New Delhi - Near 50 years after their spiritual leader the Dalai Lama fled Chinese occupation to set up base in India, leaders of the Tibetan exiled community are meeting in the northern hill town of Dharamsala on Monday to discuss their future.
A long-simmering debate on the best approach - greater autonomy within China or a call for independence - is expected to be the focus of discussions among the 500-plus delegates attending the meeting.
After negotiating with the Chinese government for a "meaningful autonomy" within China for three decades, the Dalai Lama now says he is increasingly losing faith in the Chinese leadership.
In a speech in late October, the Buddhist leader who is revered by his followers said he saw no useful purpose in continuing with the talks for Tibetan aspirations.
The Dalai Lama said he may even be a hindrance, and called for a special meeting of Tibetan leaders in exile to "think over the issue of the common good of Tibet and decide accordingly."
China crushed protests in China's Tibetan Autonomous Region as exiled Tibetans and their supporters demonstrated across the world in the months before the Beijing Olympic Games. Chinese authorities said the talks were going nowhere and blamed the Dalai Lama.
Officials of the government-in-exile, senior monks, leaders of Tibetan non-governmental organizations, women and youth groups as well as scholars from India and abroad are expected to attend the session from Monday to Saturday at Dharamsala.
"The Dalai Lama will not attend. He does not want to influence people by his presence or words," his secretary Chhime Chhoekyapa said. But the spiritual leader is expected to make a statement at the concluding session.
Chhoekyappa described the meeting as "a sort of brainstorming session. To review the past 30 years and to explore the possibilities of where we should go; to assess where we stand.
"Some want to continue with the middle way, some want independence. Everyone is expected to put on the table real objectives, feasible objectives after assessing the situation."
Chhoekyapa said the "middle way" has had not been a total failure, as it has drawn international attention to the Tibetan cause.
"And while there is no Tibetan who does not want independence, is it practical, is there international support which could make it happen? Will it be appreciated by our host country India?" he asked.
For the younger generation of exiled Tibetans, the middle way has failed to yield substantive results.
Many feel the goal of independence and a tougher stand by the government-in-exile would give them a better chance of achieving greater autonomy. "The Dalai Lama is too idealistic. International politics is about hard bargaining, it is about money," said one youth leader who did not want to be named.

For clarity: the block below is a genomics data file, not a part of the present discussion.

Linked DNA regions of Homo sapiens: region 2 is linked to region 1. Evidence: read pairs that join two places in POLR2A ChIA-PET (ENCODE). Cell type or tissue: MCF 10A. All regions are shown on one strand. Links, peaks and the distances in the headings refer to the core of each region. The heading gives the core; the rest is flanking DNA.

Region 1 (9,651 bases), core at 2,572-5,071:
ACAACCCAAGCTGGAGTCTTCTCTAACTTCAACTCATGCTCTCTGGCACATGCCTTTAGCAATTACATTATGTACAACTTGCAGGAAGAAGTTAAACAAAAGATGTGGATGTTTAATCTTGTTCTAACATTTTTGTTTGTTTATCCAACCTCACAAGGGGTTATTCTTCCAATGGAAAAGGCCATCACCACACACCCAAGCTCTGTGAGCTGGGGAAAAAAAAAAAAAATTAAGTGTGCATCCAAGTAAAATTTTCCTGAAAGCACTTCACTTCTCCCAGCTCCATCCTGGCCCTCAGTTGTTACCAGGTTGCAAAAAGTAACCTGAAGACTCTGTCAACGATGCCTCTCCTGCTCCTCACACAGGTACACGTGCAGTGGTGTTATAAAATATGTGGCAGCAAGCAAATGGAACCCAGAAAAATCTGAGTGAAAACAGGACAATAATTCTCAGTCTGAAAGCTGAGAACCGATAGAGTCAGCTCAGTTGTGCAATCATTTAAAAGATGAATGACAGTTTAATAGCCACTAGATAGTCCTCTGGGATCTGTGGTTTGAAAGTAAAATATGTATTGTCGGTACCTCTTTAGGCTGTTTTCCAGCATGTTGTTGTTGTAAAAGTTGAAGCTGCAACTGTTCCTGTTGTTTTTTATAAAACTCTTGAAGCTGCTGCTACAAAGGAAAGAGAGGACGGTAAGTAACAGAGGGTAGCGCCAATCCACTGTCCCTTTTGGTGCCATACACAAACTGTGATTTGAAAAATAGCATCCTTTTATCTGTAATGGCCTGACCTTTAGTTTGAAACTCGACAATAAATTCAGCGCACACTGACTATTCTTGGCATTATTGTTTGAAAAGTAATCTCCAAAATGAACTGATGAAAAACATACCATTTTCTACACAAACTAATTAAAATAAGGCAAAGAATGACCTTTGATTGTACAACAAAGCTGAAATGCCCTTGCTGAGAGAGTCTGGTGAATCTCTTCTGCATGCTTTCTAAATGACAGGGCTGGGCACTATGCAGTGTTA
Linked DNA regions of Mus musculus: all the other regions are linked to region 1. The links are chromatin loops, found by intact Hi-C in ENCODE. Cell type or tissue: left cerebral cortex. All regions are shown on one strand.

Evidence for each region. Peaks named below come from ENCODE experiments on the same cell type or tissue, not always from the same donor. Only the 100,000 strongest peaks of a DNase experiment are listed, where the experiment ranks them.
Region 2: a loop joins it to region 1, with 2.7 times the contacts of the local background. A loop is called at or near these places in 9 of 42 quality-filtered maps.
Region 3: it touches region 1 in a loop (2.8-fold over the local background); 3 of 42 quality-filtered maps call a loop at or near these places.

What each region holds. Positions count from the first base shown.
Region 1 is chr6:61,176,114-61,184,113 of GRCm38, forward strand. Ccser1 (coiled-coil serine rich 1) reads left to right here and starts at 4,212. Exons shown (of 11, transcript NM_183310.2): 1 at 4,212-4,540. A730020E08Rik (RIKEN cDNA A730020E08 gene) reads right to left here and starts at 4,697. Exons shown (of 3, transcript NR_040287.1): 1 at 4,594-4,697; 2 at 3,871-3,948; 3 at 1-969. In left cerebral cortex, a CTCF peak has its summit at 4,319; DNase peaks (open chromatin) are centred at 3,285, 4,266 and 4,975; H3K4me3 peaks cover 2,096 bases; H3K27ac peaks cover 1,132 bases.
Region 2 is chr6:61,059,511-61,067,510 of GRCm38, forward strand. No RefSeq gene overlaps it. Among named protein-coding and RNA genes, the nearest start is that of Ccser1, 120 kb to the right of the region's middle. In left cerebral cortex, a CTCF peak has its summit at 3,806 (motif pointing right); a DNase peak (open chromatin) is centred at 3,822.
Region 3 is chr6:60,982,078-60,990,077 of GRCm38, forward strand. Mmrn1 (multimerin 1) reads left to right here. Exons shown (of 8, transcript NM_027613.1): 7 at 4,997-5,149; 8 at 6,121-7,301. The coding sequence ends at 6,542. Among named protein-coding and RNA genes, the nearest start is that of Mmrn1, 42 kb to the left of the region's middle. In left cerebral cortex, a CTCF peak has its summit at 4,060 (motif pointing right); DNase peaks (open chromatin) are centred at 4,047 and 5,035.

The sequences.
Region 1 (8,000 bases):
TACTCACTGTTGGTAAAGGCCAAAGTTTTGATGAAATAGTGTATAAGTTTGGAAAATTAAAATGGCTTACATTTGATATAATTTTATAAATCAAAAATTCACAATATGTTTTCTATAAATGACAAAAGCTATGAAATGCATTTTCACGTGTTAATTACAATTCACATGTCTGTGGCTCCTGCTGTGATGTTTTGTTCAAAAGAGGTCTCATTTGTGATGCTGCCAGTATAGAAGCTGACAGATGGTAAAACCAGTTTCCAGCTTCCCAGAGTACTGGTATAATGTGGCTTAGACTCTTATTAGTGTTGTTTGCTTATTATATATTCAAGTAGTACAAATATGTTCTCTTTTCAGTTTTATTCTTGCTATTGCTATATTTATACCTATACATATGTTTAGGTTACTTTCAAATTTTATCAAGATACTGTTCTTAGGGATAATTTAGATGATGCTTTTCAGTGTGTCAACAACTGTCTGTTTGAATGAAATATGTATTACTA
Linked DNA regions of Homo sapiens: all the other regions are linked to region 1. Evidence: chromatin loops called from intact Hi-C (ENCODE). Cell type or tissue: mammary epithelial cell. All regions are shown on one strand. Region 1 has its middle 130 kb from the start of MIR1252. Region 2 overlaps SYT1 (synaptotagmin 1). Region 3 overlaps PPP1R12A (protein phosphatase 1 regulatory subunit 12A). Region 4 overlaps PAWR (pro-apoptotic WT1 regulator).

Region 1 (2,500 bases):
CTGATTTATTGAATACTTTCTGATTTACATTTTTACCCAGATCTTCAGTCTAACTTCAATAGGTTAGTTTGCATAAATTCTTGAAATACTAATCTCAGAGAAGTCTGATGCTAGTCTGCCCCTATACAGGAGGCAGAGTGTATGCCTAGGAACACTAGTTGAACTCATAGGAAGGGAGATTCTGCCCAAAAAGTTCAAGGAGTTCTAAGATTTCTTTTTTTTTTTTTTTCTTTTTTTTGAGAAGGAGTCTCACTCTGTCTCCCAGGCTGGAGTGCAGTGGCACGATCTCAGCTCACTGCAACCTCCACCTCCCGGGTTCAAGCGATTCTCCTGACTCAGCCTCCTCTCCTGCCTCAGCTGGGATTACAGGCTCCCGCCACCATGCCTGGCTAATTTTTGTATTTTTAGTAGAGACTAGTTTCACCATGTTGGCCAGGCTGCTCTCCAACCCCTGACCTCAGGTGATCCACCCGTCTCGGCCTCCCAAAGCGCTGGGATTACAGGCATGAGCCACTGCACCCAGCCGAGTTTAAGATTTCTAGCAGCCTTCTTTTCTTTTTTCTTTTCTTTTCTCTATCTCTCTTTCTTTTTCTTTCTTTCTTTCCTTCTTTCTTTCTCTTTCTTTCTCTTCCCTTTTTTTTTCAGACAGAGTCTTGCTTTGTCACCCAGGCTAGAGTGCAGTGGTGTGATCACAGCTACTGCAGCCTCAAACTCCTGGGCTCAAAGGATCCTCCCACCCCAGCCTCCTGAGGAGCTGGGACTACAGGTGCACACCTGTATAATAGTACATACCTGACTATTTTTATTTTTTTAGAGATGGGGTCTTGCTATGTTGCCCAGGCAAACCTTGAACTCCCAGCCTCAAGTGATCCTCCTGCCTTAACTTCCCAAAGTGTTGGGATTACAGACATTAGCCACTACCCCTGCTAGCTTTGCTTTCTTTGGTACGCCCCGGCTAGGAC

"We have to keep the goal clear - independence - even if it is not realistic at the moment," Tenzin Cheoying, leader of the Students for Free Tibet said. "Things keep changing. We have to be prepared to seize the opportunity at the right time."
Some Tibetans feel the concept of non-violence poses a fundamental problem for their aspirations.
"The Chinese do not take us seriously because we are non-violent. The world gives in to their bullying tactics and pays lip service to our cause. They talk of human rights and bow down to the so-called needs of globalization and commercialization," Tibetan Woman's Association leader B Tsering said in an interview.
Young exiles have a deep sense of hurt about the failure of protests in the days leading up to the Beijing Olympics.
"We were told to cool down when we had the world's attention. Gandhi said protest peacefully, he never said that you do not have the right to protest," one youth leader said.
The debate promises to be long and hard. And no one seems to expect an early outcome. In a message to all Tibetans on the eve of the meeting, the Dalai Lama called for "free and frank" discussions.
Tibetan affairs analysts say the Dalai Lama may be posturing to pressure the Chinese government. The monk said Chinese intransigence forced him to call the meeting and abdicate a leadership role.
But he also said: "However, if the Chinese leadership honestly engages in talks, then I may be in a position to take up this responsibility again. I will, then, sincerely engage with them."
"Reverence for the Dalai Lama knows no bounds. He said stop wearing animal fur and every Tibetan inside Tibet stopped. If tomorrow he gives us the power everyone will respond. They just need to give the signal," Choeying said.
About 6 million Tibetans live in the Tibet Autonomous Region of China while another 100,000 live in exile, mostly in India and Nepal. (dpa)
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